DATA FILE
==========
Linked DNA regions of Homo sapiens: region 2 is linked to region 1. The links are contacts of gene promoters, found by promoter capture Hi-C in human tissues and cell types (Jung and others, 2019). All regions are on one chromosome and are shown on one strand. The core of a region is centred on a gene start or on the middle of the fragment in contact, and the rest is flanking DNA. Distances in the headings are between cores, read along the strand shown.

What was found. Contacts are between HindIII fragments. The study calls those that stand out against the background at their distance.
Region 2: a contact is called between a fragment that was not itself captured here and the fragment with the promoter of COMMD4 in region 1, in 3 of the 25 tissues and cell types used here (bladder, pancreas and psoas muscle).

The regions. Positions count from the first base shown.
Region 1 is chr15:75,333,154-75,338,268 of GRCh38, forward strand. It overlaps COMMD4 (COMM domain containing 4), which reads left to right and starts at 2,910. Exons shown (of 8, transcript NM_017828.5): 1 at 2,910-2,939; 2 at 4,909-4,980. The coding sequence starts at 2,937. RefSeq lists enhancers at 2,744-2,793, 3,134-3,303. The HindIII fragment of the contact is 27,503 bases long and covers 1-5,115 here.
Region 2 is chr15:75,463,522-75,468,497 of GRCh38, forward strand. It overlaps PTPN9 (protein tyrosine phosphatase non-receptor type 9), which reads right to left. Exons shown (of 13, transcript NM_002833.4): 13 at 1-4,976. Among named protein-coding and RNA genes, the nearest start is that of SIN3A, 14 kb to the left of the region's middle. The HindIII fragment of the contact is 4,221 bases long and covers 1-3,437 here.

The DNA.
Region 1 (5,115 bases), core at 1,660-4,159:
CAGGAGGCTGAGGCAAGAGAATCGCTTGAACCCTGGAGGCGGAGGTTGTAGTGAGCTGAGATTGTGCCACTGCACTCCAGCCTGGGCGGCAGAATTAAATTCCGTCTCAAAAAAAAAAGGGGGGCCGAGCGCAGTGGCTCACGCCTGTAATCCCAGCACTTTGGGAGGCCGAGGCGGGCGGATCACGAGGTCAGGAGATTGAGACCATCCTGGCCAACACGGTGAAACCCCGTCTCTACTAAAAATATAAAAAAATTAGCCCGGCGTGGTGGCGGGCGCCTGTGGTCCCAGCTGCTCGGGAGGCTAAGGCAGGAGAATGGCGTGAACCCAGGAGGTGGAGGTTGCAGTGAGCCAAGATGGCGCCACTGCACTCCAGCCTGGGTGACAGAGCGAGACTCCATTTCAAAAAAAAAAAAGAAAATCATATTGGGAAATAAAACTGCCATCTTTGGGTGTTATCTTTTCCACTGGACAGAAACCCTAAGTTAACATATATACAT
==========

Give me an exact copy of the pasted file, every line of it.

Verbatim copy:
Linked DNA regions of Homo sapiens: region 2 is linked to region 1. The links are contacts of gene promoters, found by promoter capture Hi-C in human tissues and cell types (Jung and others, 2019). All regions are on one chromosome and are shown on one strand. The core of a region is centred on a gene start or on the middle of the fragment in contact, and the rest is flanking DNA. Distances in the headings are between cores, read along the strand shown.

What was found. Contacts are between HindIII fragments. The study calls those that stand out against the background at their distance.
Region 2: a contact is called between a fragment that was not itself captured here and the fragment with the promoter of COMMD4 in region 1, in 3 of the 25 tissues and cell types used here (bladder, pancreas and psoas muscle).

The regions. Positions count from the first base shown.
Region 1 is chr15:75,333,154-75,338,268 of GRCh38, forward strand. It overlaps COMMD4 (COMM domain containing 4), which reads left to right and starts at 2,910. Exons shown (of 8, transcript NM_017828.5): 1 at 2,910-2,939; 2 at 4,909-4,980. The coding sequence starts at 2,937. RefSeq lists enhancers at 2,744-2,793, 3,134-3,303. The HindIII fragment of the contact is 27,503 bases long and covers 1-5,115 here.
Region 2 is chr15:75,463,522-75,468,497 of GRCh38, forward strand. It overlaps PTPN9 (protein tyrosine phosphatase non-receptor type 9), which reads right to left. Exons shown (of 13, transcript NM_002833.4): 13 at 1-4,976. Among named protein-coding and RNA genes, the nearest start is that of SIN3A, 14 kb to the left of the region's middle. The HindIII fragment of the contact is 4,221 bases long and covers 1-3,437 here.

The DNA.
Region 1 (5,115 bases), core at 1,660-4,159:
CAGGAGGCTGAGGCAAGAGAATCGCTTGAACCCTGGAGGCGGAGGTTGTAGTGAGCTGAGATTGTGCCACTGCACTCCAGCCTGGGCGGCAGAATTAAATTCCGTCTCAAAAAAAAAAGGGGGGCCGAGCGCAGTGGCTCACGCCTGTAATCCCAGCACTTTGGGAGGCCGAGGCGGGCGGATCACGAGGTCAGGAGATTGAGACCATCCTGGCCAACACGGTGAAACCCCGTCTCTACTAAAAATATAAAAAAATTAGCCCGGCGTGGTGGCGGGCGCCTGTGGTCCCAGCTGCTCGGGAGGCTAAGGCAGGAGAATGGCGTGAACCCAGGAGGTGGAGGTTGCAGTGAGCCAAGATGGCGCCACTGCACTCCAGCCTGGGTGACAGAGCGAGACTCCATTTCAAAAAAAAAAAAGAAAATCATATTGGGAAATAAAACTGCCATCTTTGGGTGTTATCTTTTCCACTGGACAGAAACCCTAAGTTAACATATATACAT